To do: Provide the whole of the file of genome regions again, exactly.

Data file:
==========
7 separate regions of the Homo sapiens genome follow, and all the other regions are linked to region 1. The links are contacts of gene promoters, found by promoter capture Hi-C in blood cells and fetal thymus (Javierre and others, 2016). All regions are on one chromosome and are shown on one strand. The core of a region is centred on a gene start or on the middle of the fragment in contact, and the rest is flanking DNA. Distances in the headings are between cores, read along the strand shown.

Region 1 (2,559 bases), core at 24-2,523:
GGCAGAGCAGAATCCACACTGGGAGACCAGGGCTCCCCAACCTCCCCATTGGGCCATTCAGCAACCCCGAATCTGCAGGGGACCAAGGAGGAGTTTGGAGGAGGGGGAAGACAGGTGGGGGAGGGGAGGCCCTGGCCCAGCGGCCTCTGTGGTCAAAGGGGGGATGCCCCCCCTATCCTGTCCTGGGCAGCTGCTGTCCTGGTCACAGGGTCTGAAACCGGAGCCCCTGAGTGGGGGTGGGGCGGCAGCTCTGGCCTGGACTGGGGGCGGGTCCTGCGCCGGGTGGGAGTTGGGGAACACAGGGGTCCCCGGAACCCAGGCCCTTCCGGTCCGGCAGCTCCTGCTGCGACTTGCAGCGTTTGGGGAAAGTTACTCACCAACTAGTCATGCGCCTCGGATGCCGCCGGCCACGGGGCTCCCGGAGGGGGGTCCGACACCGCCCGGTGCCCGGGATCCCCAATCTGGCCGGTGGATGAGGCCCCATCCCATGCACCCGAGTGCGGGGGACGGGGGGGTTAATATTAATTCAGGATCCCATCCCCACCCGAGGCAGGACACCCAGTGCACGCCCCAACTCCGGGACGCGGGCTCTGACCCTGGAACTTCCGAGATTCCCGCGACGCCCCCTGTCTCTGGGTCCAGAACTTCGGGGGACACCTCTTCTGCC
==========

7 separate regions of the Homo sapiens genome follow, and all the other regions are linked to region 1. The links are contacts of gene promoters, found by promoter capture Hi-C in blood cells and fetal thymus (Javierre and others, 2016). All regions are on one chromosome and are shown on one strand. The core of a region is centred on a gene start or on the middle of the fragment in contact, and the rest is flanking DNA. Distances in the headings are between cores, read along the strand shown.

Region 1 (2,559 bases), core at 24-2,523:
GGCAGAGCAGAATCCACACTGGGAGACCAGGGCTCCCCAACCTCCCCATTGGGCCATTCAGCAACCCCGAATCTGCAGGGGACCAAGGAGGAGTTTGGAGGAGGGGGAAGACAGGTGGGGGAGGGGAGGCCCTGGCCCAGCGGCCTCTGTGGTCAAAGGGGGGATGCCCCCCCTATCCTGTCCTGGGCAGCTGCTGTCCTGGTCACAGGGTCTGAAACCGGAGCCCCTGAGTGGGGGTGGGGCGGCAGCTCTGGCCTGGACTGGGGGCGGGTCCTGCGCCGGGTGGGAGTTGGGGAACACAGGGGTCCCCGGAACCCAGGCCCTTCCGGTCCGGCAGCTCCTGCTGCGACTTGCAGCGTTTGGGGAAAGTTACTCACCAACTAGTCATGCGCCTCGGATGCCGCCGGCCACGGGGCTCCCGGAGGGGGGTCCGACACCGCCCGGTGCCCGGGATCCCCAATCTGGCCGGTGGATGAGGCCCCATCCCATGCACCCGAGTGCGGGGGACGGGGGGGTTAATATTAATTCAGGATCCCATCCCCACCCGAGGCAGGACACCCAGTGCACGCCCCAACTCCGGGACGCGGGCTCTGACCCTGGAACTTCCGAGATTCCCGCGACGCCCCCTGTCTCTGGGTCCAGAACTTCGGGGGACACCTCTTCTGCC